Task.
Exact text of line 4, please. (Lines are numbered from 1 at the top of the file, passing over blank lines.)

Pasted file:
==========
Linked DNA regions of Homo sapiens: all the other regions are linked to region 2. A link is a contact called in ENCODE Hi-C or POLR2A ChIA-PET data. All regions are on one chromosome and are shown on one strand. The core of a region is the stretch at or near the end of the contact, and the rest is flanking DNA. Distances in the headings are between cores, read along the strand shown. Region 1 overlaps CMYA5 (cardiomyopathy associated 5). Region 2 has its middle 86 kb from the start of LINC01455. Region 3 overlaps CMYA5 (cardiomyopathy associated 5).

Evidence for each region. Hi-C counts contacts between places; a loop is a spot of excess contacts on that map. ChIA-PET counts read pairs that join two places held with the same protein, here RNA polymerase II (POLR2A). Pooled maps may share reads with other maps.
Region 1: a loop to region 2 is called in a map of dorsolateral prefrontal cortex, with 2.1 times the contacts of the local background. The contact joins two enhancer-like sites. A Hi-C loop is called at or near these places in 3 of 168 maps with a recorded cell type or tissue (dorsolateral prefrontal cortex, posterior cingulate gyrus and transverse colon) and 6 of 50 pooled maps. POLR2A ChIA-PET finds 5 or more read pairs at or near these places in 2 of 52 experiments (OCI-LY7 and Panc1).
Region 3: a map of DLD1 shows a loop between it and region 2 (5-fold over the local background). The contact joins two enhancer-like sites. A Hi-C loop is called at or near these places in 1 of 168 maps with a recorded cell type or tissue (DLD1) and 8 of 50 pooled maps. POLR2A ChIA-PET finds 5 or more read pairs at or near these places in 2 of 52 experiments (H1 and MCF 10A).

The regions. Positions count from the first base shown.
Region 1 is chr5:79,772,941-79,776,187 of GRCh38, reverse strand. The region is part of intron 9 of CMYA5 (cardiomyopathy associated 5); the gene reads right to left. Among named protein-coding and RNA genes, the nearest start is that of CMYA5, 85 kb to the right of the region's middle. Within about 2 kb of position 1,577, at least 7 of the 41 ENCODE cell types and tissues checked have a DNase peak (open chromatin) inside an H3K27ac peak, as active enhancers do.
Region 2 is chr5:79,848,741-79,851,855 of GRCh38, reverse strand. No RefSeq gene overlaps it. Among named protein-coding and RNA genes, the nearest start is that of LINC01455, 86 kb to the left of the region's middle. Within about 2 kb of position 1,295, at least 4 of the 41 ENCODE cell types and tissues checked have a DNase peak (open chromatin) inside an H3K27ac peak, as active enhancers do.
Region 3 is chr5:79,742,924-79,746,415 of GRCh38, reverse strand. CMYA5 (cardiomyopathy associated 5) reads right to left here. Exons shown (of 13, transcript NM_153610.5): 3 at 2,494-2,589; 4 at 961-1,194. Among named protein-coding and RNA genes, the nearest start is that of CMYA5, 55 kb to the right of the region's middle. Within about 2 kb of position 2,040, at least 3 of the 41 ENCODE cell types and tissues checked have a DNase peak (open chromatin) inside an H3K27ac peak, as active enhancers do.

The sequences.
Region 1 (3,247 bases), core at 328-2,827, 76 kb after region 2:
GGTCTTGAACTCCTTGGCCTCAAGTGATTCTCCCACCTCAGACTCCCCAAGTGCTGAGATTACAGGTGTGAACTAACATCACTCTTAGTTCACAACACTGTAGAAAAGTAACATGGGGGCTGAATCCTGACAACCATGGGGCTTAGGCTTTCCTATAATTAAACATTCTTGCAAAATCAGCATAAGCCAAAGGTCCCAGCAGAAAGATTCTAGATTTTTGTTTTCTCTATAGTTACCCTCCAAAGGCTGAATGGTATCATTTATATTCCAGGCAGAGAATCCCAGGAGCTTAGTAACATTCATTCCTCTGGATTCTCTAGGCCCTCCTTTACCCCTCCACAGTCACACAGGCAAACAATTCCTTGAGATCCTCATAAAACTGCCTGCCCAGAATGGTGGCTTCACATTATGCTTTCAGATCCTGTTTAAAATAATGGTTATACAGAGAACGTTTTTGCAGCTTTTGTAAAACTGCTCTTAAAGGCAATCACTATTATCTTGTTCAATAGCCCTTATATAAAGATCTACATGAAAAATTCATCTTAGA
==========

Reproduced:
Region 3: a map of DLD1 shows a loop between it and region 2 (5-fold over the local background). The contact joins two enhancer-like sites. A Hi-C loop is called at or near these places in 1 of 168 maps with a recorded cell type or tissue (DLD1) and 8 of 50 pooled maps. POLR2A ChIA-PET finds 5 or more read pairs at or near these places in 2 of 52 experiments (H1 and MCF 10A).